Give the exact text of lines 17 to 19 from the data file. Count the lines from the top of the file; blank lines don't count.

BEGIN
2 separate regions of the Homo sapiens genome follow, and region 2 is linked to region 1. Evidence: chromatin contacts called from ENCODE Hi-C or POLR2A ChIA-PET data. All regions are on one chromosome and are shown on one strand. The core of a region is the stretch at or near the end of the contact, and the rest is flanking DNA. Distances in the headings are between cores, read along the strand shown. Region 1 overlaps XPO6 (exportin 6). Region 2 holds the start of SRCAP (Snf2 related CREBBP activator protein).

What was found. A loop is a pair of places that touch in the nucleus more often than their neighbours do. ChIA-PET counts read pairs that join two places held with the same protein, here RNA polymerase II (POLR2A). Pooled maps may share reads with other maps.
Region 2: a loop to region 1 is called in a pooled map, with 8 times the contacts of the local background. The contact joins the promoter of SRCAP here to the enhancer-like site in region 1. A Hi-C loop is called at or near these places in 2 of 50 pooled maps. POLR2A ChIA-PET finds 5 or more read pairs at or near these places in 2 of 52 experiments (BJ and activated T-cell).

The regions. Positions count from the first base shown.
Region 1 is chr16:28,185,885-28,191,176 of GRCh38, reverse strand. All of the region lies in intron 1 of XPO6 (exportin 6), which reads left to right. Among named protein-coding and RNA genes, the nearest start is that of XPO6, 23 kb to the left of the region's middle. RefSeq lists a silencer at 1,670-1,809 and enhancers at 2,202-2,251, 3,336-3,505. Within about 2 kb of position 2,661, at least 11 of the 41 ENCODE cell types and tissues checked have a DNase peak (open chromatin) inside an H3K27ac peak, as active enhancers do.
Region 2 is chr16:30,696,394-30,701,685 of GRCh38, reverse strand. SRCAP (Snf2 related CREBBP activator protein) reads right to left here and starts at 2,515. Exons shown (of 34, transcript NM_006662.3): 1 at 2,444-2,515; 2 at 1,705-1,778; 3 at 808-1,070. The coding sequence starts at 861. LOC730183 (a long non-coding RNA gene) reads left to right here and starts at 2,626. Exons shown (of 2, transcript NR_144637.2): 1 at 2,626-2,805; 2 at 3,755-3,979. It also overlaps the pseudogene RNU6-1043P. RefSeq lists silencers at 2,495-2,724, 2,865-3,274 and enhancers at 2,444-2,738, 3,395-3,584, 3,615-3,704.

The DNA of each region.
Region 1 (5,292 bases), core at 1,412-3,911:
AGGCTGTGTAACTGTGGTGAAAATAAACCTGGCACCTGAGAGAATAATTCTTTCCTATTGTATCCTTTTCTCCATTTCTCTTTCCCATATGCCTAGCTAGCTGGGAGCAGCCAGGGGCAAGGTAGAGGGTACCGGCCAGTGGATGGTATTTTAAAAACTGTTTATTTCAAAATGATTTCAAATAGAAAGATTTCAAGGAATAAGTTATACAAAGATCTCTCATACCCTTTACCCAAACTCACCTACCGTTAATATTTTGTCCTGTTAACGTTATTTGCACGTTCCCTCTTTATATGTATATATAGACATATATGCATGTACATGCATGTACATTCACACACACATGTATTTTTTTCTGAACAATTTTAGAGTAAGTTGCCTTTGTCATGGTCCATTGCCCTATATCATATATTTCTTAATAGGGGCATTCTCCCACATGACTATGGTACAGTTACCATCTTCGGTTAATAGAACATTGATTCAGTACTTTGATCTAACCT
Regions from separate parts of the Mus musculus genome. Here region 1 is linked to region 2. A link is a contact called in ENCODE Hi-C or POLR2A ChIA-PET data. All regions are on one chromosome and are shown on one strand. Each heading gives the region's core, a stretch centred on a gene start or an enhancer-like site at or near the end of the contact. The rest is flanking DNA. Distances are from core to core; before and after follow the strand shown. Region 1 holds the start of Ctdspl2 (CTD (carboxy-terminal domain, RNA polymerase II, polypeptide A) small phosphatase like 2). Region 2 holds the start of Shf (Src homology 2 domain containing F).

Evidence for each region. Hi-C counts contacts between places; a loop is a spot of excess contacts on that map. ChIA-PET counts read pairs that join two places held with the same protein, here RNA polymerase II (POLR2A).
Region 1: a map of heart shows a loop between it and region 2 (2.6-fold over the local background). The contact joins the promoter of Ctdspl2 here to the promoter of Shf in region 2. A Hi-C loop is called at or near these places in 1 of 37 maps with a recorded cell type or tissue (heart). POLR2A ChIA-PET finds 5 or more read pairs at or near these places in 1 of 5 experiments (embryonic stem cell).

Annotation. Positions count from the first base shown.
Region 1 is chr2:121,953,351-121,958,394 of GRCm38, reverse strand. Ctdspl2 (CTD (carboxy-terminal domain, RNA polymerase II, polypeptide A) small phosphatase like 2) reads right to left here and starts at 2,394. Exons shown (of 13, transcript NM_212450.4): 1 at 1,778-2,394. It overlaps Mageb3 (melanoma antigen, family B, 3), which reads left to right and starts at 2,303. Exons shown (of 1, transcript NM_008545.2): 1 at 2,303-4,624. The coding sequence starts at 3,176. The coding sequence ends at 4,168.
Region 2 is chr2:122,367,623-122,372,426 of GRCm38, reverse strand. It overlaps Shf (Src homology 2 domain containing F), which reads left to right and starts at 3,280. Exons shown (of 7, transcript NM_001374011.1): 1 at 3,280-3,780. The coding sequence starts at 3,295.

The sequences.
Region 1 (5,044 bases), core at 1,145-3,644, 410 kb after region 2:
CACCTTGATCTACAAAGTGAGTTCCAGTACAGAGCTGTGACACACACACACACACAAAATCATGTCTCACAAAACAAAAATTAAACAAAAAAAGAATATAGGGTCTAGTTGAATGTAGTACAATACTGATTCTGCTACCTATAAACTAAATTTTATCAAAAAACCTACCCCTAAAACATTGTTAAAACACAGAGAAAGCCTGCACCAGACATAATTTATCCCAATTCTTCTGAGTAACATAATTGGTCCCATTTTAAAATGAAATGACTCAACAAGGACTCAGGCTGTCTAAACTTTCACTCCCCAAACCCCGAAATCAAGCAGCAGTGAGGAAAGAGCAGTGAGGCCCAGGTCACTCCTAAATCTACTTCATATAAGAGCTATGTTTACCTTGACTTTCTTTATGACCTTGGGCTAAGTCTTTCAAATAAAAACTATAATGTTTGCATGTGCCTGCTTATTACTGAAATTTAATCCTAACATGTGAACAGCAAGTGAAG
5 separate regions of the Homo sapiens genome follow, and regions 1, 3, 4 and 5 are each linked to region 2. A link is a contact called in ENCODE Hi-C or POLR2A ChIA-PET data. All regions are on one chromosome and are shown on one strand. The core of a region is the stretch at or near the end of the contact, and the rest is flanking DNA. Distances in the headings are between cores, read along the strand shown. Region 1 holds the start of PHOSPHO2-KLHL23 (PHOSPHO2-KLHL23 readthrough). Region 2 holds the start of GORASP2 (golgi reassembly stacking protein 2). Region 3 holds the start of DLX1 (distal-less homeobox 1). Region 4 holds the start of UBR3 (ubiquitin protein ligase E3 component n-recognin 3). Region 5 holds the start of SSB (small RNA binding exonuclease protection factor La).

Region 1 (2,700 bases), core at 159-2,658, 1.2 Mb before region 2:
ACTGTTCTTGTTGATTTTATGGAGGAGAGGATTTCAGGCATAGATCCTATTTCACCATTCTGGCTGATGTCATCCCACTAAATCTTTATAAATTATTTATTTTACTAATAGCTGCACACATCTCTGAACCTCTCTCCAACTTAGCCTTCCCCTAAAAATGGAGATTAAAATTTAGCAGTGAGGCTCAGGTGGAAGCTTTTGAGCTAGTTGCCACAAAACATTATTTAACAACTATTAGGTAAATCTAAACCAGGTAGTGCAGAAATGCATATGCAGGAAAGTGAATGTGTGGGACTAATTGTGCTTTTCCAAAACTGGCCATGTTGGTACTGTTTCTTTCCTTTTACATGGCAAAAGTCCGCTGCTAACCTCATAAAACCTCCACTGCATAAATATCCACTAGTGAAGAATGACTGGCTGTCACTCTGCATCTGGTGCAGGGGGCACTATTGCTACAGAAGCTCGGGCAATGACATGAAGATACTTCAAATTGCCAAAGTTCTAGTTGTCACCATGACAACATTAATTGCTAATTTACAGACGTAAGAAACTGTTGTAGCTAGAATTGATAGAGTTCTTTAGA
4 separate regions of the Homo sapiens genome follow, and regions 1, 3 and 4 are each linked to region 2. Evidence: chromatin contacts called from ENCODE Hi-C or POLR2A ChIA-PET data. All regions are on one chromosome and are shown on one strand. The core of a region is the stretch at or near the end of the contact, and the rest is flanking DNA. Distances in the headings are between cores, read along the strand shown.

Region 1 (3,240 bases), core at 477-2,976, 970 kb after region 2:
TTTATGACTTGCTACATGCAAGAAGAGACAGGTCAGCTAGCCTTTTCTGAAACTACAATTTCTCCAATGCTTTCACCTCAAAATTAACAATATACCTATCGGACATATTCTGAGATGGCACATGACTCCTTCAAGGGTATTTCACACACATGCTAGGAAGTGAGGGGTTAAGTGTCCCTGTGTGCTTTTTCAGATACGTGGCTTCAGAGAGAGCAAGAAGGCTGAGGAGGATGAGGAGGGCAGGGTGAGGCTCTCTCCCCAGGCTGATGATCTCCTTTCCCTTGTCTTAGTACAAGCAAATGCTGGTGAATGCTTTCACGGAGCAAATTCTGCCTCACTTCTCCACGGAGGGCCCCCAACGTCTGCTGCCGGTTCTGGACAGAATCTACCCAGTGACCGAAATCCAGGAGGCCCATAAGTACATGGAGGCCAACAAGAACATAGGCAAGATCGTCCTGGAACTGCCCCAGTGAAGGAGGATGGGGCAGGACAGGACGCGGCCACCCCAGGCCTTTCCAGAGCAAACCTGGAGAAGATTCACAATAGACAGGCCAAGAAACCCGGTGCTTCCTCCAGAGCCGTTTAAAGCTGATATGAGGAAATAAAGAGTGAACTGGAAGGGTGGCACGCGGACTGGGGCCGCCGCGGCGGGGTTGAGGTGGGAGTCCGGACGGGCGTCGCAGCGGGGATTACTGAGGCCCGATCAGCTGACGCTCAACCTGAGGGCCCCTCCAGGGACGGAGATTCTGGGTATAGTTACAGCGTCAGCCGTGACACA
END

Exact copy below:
Region 1 (5,044 bases), core at 1,145-3,644, 410 kb after region 2:
CACCTTGATCTACAAAGTGAGTTCCAGTACAGAGCTGTGACACACACACACACACAAAATCATGTCTCACAAAACAAAAATTAAACAAAAAAAGAATATAGGGTCTAGTTGAATGTAGTACAATACTGATTCTGCTACCTATAAACTAAATTTTATCAAAAAACCTACCCCTAAAACATTGTTAAAACACAGAGAAAGCCTGCACCAGACATAATTTATCCCAATTCTTCTGAGTAACATAATTGGTCCCATTTTAAAATGAAATGACTCAACAAGGACTCAGGCTGTCTAAACTTTCACTCCCCAAACCCCGAAATCAAGCAGCAGTGAGGAAAGAGCAGTGAGGCCCAGGTCACTCCTAAATCTACTTCATATAAGAGCTATGTTTACCTTGACTTTCTTTATGACCTTGGGCTAAGTCTTTCAAATAAAAACTATAATGTTTGCATGTGCCTGCTTATTACTGAAATTTAATCCTAACATGTGAACAGCAAGTGAAG
5 separate regions of the Homo sapiens genome follow, and regions 1, 3, 4 and 5 are each linked to region 2. A link is a contact called in ENCODE Hi-C or POLR2A ChIA-PET data. All regions are on one chromosome and are shown on one strand. The core of a region is the stretch at or near the end of the contact, and the rest is flanking DNA. Distances in the headings are between cores, read along the strand shown. Region 1 holds the start of PHOSPHO2-KLHL23 (PHOSPHO2-KLHL23 readthrough). Region 2 holds the start of GORASP2 (golgi reassembly stacking protein 2). Region 3 holds the start of DLX1 (distal-less homeobox 1). Region 4 holds the start of UBR3 (ubiquitin protein ligase E3 component n-recognin 3). Region 5 holds the start of SSB (small RNA binding exonuclease protection factor La).